Clinical and Experimental Obstetrics & Gynecology (CEOG) is published by IMR Press from Volume 47 Issue 1 (2020). Previous articles were published by another publisher on a subscription basis, and they are hosted by IMR Press on imrpress.com as a courtesy and upon agreement with S.O.G.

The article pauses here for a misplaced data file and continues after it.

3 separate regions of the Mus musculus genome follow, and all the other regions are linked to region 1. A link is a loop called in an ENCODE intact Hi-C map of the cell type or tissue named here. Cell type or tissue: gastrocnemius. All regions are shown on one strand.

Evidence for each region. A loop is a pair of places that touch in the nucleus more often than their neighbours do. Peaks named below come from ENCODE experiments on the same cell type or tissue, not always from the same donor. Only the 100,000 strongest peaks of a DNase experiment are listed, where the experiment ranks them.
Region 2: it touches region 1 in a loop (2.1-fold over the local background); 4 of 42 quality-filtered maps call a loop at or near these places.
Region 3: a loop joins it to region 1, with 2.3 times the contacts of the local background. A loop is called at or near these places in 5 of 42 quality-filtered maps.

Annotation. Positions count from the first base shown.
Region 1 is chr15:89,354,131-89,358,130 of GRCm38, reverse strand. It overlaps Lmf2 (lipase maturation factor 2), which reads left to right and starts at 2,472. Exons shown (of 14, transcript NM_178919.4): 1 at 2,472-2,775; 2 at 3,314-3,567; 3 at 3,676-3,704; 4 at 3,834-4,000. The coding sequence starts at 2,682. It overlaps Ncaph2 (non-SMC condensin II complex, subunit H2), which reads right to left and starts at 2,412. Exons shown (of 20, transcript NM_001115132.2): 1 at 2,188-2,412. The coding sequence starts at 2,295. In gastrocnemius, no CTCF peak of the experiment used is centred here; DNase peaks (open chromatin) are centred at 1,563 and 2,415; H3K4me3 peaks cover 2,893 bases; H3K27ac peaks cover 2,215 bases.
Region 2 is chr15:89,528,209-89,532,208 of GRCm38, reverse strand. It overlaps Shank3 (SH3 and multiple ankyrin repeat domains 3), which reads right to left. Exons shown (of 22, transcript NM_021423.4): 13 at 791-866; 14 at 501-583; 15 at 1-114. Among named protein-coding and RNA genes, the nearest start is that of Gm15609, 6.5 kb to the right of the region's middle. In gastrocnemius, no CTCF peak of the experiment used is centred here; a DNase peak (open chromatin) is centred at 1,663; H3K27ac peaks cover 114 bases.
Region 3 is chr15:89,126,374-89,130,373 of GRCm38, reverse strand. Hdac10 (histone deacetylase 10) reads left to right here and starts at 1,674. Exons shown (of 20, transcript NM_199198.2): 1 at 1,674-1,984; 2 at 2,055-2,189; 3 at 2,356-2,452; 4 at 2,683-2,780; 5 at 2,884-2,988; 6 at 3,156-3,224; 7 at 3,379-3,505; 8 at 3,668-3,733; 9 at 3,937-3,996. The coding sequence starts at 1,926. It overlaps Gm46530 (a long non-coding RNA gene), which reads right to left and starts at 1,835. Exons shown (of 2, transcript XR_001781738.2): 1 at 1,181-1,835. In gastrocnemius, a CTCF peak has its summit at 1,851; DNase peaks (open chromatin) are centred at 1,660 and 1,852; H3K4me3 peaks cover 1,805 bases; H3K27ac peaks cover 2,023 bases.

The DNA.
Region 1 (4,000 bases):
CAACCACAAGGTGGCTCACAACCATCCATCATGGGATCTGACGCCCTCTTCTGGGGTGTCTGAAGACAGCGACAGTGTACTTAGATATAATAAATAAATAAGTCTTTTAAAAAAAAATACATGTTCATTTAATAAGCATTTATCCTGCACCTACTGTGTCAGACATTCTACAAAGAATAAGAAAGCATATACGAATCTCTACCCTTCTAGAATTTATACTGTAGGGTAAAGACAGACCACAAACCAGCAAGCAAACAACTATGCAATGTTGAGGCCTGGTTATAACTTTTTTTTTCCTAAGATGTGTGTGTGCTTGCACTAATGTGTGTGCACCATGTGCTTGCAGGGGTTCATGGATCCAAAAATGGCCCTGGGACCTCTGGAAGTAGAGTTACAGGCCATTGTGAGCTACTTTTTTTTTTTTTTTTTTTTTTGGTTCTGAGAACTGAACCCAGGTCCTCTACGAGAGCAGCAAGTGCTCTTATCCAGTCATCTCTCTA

Purpose of investigation: The authors aimed to determine the relationship between meteorological variables and hypertension in pregnancy by using data from a national weather database. Materials and Methods: For this population-based observational study, the database of the Korea National Health Insurance (KNHI) Claims of the Health Insurance Review and Assessment Service (HIRA) and Korea Meteorological Administration was used. The 48,275 women with preeclampsia among 2,495,383 women who gave birth were included. Monthly meteorological factors and preeclampsia prevalence for five years were statistically analyzed. Results: Among temperature, relative humidity, sunlight duration, and rainfall, only relative humidity had a significant inverse correlation with the preeclampsia prevalence (p < 0.001). The other meteorological factors were not associated with preeclampsia. Conclusion: Relative humidity may be a significant factor for of the development of preeclampsia. Further monitoring of weather parameters during the entire pregnancy period may be the best method for verifying the present results in the development of preeclampsia.